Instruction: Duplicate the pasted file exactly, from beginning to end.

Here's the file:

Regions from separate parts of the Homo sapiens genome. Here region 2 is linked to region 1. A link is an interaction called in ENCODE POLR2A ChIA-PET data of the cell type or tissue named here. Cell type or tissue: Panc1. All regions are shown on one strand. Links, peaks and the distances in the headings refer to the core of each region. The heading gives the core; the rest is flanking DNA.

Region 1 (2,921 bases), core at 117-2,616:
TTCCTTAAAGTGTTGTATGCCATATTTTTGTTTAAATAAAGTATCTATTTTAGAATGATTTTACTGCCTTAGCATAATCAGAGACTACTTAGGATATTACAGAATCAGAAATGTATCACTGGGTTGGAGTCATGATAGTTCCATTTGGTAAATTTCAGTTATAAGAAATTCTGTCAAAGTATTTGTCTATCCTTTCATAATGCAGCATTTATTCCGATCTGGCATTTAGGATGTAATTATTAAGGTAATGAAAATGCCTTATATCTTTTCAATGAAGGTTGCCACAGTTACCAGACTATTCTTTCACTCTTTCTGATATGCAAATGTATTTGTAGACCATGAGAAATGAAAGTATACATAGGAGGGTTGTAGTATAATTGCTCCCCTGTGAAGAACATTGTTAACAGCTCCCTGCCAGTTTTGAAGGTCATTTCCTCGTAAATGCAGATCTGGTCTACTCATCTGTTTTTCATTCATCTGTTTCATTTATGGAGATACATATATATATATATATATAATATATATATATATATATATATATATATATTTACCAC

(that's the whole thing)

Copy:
Regions from separate parts of the Homo sapiens genome. Here region 2 is linked to region 1. A link is an interaction called in ENCODE POLR2A ChIA-PET data of the cell type or tissue named here. Cell type or tissue: Panc1. All regions are shown on one strand. Links, peaks and the distances in the headings refer to the core of each region. The heading gives the core; the rest is flanking DNA.

Region 1 (2,921 bases), core at 117-2,616:
TTCCTTAAAGTGTTGTATGCCATATTTTTGTTTAAATAAAGTATCTATTTTAGAATGATTTTACTGCCTTAGCATAATCAGAGACTACTTAGGATATTACAGAATCAGAAATGTATCACTGGGTTGGAGTCATGATAGTTCCATTTGGTAAATTTCAGTTATAAGAAATTCTGTCAAAGTATTTGTCTATCCTTTCATAATGCAGCATTTATTCCGATCTGGCATTTAGGATGTAATTATTAAGGTAATGAAAATGCCTTATATCTTTTCAATGAAGGTTGCCACAGTTACCAGACTATTCTTTCACTCTTTCTGATATGCAAATGTATTTGTAGACCATGAGAAATGAAAGTATACATAGGAGGGTTGTAGTATAATTGCTCCCCTGTGAAGAACATTGTTAACAGCTCCCTGCCAGTTTTGAAGGTCATTTCCTCGTAAATGCAGATCTGGTCTACTCATCTGTTTTTCATTCATCTGTTTCATTTATGGAGATACATATATATATATATATATAATATATATATATATATATATATATATATATTTACCAC